President Museveni yesterday faulted Ugandans that have settled in wetlands and other disaster-prone areas and ordered that they vacate to safe areas.
Mr Museveni, who condoled with families of the deceased, announced that they are considering compensating the victims with cash to expedite the evacuation process.
"These losses, on account of floods and landslides, are, mainly, due to the mistake of insisting on settling in areas that logic and God did not intend for human habitation," President Museveni said in a statement.
"These are the wetlands and steep mountains of 31-32 per cent gradient or more than that. All people in such areas should accept resettlement as we have done with the previous Bududa victims that are now settled in Bulambuli District," he said.
He reminded those cultivating in wetlands to switch to fish-farming "as we have done in Limoto Wetland, Pallisa District."
President Museveni yesterday delivered the message to Ugandans via his Facebook page upon his return from Nairobi, Kenya, where he had gone to attend the African, Caribbean, and Pacific (ACP) Group of States Summit.
His comments come eight days after more than 20 people perished in floods and landslides in Bundibugyo District and 16 others in the Mt Elgon Sub-region in the mountainous districts of Sironko and Bududa.
He said the ongoing government mode of constructing houses for and relocating flood victims is taking long, and that they are considering cash allocations to expedite the process.
"In order to expedite the evacuation of threatened people, we may have to look at only cash compensation instead of the protracted process of resettlement, which involves the allocation of planned farms and permanent houses, among others as seen in Bulambuli," President Museveni said.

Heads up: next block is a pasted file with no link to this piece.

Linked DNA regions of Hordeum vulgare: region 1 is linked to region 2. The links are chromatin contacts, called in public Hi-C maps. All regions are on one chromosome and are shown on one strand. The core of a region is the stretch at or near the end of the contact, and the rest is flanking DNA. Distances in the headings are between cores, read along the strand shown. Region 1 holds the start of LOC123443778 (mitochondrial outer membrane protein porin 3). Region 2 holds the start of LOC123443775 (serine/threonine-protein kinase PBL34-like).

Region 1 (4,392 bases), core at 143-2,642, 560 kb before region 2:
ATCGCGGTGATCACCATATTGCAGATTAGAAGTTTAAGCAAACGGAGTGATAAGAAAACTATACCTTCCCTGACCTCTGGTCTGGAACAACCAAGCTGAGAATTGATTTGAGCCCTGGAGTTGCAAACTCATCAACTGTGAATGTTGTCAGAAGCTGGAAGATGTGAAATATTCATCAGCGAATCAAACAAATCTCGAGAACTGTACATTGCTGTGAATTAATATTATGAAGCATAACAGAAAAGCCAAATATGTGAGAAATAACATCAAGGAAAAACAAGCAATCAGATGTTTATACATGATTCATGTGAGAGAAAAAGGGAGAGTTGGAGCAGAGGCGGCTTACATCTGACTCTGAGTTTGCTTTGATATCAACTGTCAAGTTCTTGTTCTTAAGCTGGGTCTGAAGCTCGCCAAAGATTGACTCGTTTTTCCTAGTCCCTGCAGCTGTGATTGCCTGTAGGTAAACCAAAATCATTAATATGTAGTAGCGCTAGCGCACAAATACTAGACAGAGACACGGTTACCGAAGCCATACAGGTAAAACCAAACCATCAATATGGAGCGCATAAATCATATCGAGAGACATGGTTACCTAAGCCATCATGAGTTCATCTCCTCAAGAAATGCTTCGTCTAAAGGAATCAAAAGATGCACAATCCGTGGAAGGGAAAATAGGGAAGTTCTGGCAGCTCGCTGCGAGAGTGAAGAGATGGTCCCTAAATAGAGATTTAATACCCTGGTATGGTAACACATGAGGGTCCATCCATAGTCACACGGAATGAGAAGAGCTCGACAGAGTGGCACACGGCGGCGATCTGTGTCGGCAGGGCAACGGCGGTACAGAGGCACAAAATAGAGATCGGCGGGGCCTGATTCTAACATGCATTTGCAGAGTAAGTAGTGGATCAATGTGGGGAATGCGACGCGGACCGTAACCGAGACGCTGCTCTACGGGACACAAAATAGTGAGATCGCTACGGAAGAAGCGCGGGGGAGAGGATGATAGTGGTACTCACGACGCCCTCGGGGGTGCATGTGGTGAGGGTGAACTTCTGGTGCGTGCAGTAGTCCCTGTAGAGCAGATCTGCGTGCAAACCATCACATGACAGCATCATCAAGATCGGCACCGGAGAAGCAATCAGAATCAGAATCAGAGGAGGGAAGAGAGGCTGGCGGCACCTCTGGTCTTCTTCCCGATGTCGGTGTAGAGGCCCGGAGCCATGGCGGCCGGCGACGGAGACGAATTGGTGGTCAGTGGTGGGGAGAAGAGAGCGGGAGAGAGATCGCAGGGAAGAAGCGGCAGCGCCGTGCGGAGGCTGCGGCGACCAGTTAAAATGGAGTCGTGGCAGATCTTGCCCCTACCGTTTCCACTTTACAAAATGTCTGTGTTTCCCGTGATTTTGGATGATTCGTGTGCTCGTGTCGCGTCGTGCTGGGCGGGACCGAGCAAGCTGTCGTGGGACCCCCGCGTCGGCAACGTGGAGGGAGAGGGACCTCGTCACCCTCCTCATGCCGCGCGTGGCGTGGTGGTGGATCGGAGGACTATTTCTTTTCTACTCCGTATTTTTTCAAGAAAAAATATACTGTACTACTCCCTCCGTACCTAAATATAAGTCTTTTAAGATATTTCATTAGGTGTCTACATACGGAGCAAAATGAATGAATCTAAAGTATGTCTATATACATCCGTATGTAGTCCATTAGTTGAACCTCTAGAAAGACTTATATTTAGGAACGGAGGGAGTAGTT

"With cash, people can then go and fend for themselves. The swamps and steep mountains are not for crops and human settlements. The swamps are for water, ebigugu (cyperus latifolia) and papyrus (cyperus papyrus) and uninterrupted swamp water is for irrigation," he added.
He said the swamp grass helps in the formation of rain through transpiration while the tree-roots and the dropping leaves form a soft bed on the forest floor and slows down the speed of running water and forces the water to sink in the soil, thereby replenishing the water-table underground.
"Forests and vegetation along steep mountains use their roots to hold the soil and also act as a cushion for raindrops hitting the soil so that rain and the run-off water (omutuunga, omukoka, alele) does not sweep the soil, causing soil erosion and, eventually, landslides," he said.
He promised to intensify a campaign for the Environment Resettlement Fund "so that those who were misled by the government to go to the wetlands in the 1960s are compensated to get out" asking the recent encroachers.